The other day my wife and I had a huge fight over money. Apparently, I’m a tight-fisted miser who is obsessed with checking our joint account (online banking has a lot to answer for). My wife, on the other hand, is an out-of-control shop-a-holic intent on driving us into the nearest homeless shelter. Three of George Carlin’s seven dirty words were used, anatomically impossible head placements were suggested, and several alternatives to birth control were proposed – all in front of our eleven-year-old daughter.
An hour later, after I’d stormed off and come crawling back, the guilt started to set in. Had we psychologically damaged our daughter for life? After all, when it comes to arguing, isn’t the cardinal rule: not in front of the kids?
Whenever I think of parental blow-outs, I always think of my fifth birthday, when my parents had their famous “birthday cake” argument. My wannabe Martha Stewart mother had baked me a huge soccer-themed cake, complete with players, two goals, spectators, and even a scoreboard. It was spectacular.
What happened next, even after thirty-one years, is still clouded with controversy.
After my birthday party, about half of the cake was left. According to my mother, my dad was instructed take it to my Granny’s and share a few slices of it with her and my extended family, and then bring the rest of it back. My dad contends that he was told specifically to let them have the rest of the cake. The one undisputed detail is that my dad returned without the cake. To put it mildly, my mother got a little upset. Tempers were lost, followed by one of those epic full-on screaming matches that seemed less like an argument and more like a clash of civilizations. My dad spent a rather uncomfortable night on the sofa. My reaction to losing my birthday cake is not remembered.
My parents, on the whole, have always been a happy couple. I didn’t grow up in a house full of constant resentments and sniping. Plates were not broken on the kitchen floor. There were no court-imposed anger management classes. But on occasion, they liked to have a good old row.
Like everything in parenting, when it comes to fighting, you’re damned if you do and certainly damned if you don’t. My brother-in-law’s parents never argued in front of him while they were growing up. In fact, he has never seen them utter a cross word to each other in his entire life. As a result, rather than seeing squabbles as part of a healthy relationship, he saw them as a sign of doom. He broke up with several girlfriends during his twenties just because they had an argument.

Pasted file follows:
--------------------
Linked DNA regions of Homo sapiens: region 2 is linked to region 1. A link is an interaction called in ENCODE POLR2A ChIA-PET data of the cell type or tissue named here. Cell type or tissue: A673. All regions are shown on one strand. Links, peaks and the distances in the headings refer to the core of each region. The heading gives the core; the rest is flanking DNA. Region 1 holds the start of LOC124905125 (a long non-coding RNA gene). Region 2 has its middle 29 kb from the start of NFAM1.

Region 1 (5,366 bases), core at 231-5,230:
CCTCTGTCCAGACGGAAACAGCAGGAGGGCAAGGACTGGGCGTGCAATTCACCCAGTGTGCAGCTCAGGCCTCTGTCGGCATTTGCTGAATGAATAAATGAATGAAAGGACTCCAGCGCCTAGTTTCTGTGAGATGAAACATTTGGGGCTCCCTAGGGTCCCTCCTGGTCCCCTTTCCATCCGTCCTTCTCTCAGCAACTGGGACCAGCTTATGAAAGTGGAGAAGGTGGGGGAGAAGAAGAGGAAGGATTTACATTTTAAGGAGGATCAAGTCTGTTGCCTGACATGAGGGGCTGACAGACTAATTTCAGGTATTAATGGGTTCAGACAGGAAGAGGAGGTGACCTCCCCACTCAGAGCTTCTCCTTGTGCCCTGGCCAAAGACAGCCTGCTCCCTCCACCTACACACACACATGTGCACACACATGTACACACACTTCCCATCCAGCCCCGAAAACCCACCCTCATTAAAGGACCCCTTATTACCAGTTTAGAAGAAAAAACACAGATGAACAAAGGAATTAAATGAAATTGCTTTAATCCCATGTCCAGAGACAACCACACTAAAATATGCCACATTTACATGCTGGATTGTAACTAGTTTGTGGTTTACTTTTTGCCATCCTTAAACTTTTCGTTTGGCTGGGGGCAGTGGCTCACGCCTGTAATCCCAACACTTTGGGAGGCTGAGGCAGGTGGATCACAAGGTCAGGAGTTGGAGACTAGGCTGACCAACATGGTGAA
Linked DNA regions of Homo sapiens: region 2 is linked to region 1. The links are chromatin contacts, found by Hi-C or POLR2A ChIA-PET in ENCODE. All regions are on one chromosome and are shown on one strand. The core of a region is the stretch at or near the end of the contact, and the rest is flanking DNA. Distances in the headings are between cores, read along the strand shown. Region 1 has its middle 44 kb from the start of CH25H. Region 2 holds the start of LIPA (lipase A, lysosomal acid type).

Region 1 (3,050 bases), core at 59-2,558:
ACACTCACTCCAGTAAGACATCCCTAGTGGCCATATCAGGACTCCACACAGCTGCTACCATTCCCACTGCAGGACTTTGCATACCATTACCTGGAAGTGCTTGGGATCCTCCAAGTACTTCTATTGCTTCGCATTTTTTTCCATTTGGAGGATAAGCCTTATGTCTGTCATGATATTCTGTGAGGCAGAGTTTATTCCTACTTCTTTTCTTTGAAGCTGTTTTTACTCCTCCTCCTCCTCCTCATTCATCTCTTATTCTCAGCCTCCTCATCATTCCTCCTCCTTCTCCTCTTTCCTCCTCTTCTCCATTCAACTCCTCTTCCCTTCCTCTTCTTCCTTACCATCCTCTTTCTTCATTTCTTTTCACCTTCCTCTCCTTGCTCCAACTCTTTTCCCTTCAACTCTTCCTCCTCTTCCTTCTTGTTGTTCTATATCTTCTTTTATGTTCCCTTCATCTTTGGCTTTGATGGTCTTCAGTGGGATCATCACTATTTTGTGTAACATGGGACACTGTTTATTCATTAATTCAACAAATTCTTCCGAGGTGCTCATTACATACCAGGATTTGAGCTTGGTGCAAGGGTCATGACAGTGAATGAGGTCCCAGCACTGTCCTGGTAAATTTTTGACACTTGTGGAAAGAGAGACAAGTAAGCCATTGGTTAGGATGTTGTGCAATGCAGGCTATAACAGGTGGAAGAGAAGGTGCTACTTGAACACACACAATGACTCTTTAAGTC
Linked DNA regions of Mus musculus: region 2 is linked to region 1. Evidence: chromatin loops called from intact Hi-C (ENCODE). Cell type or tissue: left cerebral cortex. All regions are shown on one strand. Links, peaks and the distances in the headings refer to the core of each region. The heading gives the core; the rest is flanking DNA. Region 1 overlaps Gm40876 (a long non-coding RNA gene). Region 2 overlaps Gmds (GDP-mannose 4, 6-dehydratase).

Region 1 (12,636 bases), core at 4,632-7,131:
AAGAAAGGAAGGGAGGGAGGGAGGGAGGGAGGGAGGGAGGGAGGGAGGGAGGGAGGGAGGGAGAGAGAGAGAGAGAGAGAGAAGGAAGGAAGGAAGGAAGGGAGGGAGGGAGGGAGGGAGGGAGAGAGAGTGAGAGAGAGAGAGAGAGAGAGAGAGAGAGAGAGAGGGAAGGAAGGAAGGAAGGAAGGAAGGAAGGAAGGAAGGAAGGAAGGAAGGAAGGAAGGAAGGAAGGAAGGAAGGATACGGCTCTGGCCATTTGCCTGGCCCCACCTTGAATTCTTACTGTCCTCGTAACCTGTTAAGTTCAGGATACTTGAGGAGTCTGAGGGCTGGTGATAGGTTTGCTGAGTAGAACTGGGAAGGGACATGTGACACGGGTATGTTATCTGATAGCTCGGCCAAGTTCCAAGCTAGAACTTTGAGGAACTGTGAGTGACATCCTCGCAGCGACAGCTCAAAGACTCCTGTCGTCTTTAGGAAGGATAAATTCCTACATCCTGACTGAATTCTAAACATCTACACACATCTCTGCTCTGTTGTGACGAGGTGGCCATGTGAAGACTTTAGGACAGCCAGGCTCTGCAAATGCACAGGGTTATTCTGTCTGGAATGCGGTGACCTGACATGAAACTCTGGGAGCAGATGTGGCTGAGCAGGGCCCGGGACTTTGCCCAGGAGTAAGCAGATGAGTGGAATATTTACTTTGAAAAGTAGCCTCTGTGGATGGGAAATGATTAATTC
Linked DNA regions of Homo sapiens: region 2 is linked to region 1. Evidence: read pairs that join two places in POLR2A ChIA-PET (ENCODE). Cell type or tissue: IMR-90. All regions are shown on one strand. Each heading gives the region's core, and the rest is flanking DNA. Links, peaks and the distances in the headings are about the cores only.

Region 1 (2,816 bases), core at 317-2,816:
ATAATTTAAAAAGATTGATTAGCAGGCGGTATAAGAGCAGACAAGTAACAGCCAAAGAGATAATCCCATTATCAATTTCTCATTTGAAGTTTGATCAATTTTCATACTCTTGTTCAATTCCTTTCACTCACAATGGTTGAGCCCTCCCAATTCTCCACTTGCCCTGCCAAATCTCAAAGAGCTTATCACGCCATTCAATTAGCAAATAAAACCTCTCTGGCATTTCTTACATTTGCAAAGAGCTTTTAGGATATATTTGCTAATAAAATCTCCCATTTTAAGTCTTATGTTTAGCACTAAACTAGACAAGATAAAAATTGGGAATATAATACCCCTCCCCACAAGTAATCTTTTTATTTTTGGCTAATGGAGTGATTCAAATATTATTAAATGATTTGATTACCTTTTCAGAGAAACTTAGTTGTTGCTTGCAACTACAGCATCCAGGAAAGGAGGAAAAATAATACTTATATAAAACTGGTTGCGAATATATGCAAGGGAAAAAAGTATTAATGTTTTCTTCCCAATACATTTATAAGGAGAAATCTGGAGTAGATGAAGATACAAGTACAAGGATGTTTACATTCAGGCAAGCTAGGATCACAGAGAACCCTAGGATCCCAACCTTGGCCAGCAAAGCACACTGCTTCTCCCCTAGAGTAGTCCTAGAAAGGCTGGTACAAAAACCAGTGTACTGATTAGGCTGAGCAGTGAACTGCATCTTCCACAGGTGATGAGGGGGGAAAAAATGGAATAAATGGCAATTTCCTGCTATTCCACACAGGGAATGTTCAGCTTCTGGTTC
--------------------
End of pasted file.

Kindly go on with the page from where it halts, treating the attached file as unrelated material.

I’m not suggesting you should pull up chairs so that your children can have front-row seats to your fights. Nor am I suggesting that all arguments are positive life experiences. A few years ago, a friend and her ex had an argument in front of their six-year-old son during which the ex threatened to punch her. Not a great male role model there.
What I am saying is that we all need to relax a little. We have become so anxious about the negative impacts our actions have on our kids that we have lost all sense of balance. Our children’s psyches are not delicate spider webs. They are actually much sturdier than we give them credit for. Though, like every adult, I question a number of Mom and Dad’s dubious parenting decisions (“Oh, he’ll grow out of it” isn’t a great strategy for dealing with dyslexia), I don’t think their arguing had a negative effect on me.Life is stressful, and, sometimes, we all need to release our inner Hulk. I was too busy playing with my Star Wars figures, and, as I got older, trying to summon the courage to talk to girls, to take much notice of them. And when it comes to arguing, you can’t always wait until the kids are asleep. That’s a recipe for simmering resentment.
Just as too much arguing is a sign of a bad relationship, so is too little. My wife and I are about average on the arguing bell curve. We both have our moments, and I think it’s good for our daughter to see all sides of a relationship. Sometimes we pick fights with each other just to clear the air. In many ways, a good fight is like a violent summer storm, and it’s a great way to relieve the tensions that build up in our daily lives. Life is stressful, and, sometimes, we all need to release our inner Hulk.
What did our daughter think of our blow out? Did we permanently psychologically damage her for life? Well, it’s probably too early to tell, but I don’t think she’s going to need long-term counselling. She’s seen us argue before and she knew that we weren’t going to get divorced or separate. She was, dare I say it, happy – more money for the swear box! At the end, my wife and I both apologized to each other, and I think that’s the best lesson. No matter what you say in the heat of the moment, afterwards there is always a “sorry,” and that’s definitely good for our children to witness.